Sharenow explained that Lifetime is also hedging its investments by diversifying its formats. Producing a reality show such as “Dance Moms” comes at a fraction of the cost to produce a scripted series such as “Army Wives.”
A scripted series can pencil in at $1 million per episode, whereas reality shows come at 10 to 20 percent of that cost, estimates Williamson, of Central Michigan. Cable networks are taking that expense into consideration as they wade into dramas and sitcoms.
Bravo, for its part, is starting out with two scripted shows due out next year. The network that built the “Housewives” franchise is sticking to its lifestyles-of-the-rich-and-naughty theme. One show, “22 Birthdays,” follows wealthy families as they throw lavish parties, while “Blowing Sunshine” looks at the interactions of staff members and patients at a private rehab center.
“The best brands have a great portfolio of different types of experiences,” said Jerry Leo, executive vice president of program strategy and production for Bravo. “We’re strong now with six nights of original programming and it just made sense to take it to the next level. We’re close to the top 10 and believe scripted [shows] will catapult us there.”
Leo said Bravo never aimed to be a reality network; it just wanted to garner a strong enough following to justify the cost of scripted programming. After six years of growth, he said the company has the financial wherewithal to endure the risk of bankrolling a fictional series.
“Scripted is a natural fit for Bravo because the brand lends itself to drama,” said Gordon of MagnaGlobal. “It’s a little bit harder to think of a scripted series that would fit the TLC brand.”
It’s not like TLC hasn’t dabbled in scripted programming in the past, but those attempts have mainly been reenactments in documentaries.
“We are always open to exploring different formats, as long as they fit our brand promise,” Winter said. “We just don’t have anything in the works at present.”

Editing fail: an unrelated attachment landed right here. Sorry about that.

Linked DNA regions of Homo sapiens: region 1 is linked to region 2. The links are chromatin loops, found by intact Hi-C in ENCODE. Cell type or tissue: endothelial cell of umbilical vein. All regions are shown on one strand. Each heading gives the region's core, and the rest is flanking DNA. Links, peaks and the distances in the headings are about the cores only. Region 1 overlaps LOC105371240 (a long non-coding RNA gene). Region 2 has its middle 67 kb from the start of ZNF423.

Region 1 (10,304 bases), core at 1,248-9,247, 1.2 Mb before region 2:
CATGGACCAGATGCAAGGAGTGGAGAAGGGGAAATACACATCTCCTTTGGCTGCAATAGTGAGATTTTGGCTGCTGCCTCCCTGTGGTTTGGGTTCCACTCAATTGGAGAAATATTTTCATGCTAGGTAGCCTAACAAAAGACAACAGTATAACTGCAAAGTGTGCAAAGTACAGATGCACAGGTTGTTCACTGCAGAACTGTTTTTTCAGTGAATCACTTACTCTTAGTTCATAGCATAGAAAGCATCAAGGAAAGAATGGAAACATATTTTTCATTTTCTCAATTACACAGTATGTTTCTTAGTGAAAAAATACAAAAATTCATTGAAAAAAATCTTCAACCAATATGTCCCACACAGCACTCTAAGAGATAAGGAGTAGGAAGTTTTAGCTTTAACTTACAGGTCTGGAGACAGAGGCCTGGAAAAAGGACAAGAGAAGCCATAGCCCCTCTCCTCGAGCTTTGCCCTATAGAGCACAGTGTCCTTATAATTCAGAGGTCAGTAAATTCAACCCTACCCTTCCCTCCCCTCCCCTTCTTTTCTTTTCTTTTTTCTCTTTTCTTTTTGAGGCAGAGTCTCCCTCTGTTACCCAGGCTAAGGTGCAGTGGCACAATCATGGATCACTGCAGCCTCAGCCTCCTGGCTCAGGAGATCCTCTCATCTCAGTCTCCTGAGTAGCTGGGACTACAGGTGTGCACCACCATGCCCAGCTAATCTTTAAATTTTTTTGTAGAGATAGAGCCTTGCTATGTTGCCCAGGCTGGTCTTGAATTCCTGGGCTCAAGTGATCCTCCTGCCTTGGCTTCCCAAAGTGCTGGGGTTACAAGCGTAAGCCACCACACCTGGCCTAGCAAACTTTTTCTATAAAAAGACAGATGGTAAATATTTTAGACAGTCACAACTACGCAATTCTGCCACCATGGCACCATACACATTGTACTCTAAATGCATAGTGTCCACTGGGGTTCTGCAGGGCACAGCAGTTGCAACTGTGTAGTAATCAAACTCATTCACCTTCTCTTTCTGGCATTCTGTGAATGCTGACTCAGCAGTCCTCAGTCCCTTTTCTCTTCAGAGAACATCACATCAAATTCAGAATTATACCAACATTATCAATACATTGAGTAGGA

For now, TLC plans to build upon its successful franchises. Winters said the network is expanding its Friday night block of wedding shows to Thursday, with two hours of “Four Weddings,” a bride competition. The network is also rolling out three more wedding shows next year, including “Maids of Dishonor,” a show about — you guessed it — troublesome maids of honor.
Tried and true
While it has been years since TLC has cracked the top 10 cable network ranks, Nielsen routinely lists several of its shows, including “Long Island Medium” and “Say Yes to the Dress,” as top prime-time cable programs among women.
Those shows have helped boost ad revenue, which SNL Kagan pegs at about $323 million, up from $297.4 million at the end of 2011. The channel airs in 99 million homes in the United States and 227 million abroad.
“TLC is parked in an area that is pretty versatile, has lots of potential and possibility for a wide audience,” said Robert Thompson, director of the Bleier Center for Television and Popular Culture at Syracuse University. “Even though they are a specialized network, they are specializing in an area that’s viable.”
Whether that area remains viable for much longer is hard to tell as viewers are fickle. They may tune in for three wedding shows, but six? Titillating often turns into tawdry, and repetition gets . . . well, repetitive.
Everist of Campbell Mithun says specialization may soon lose its value to advertisers.
“Viewership is fragmenting, and as things get more fragmented you can have a proliferation of more niche properties. The question becomes can they make money?” he said. “At some point, you’re going to get so fragmented that the audience reach you have becomes less valuable to general market advertisers.”
If TLC were to hit a long, dry spell with its shows, Thompson imagines the network may feel compelled to vary its formats. Switching up its tried-and-true formula will also depend on whether viewers reach a saturation point for reality TV.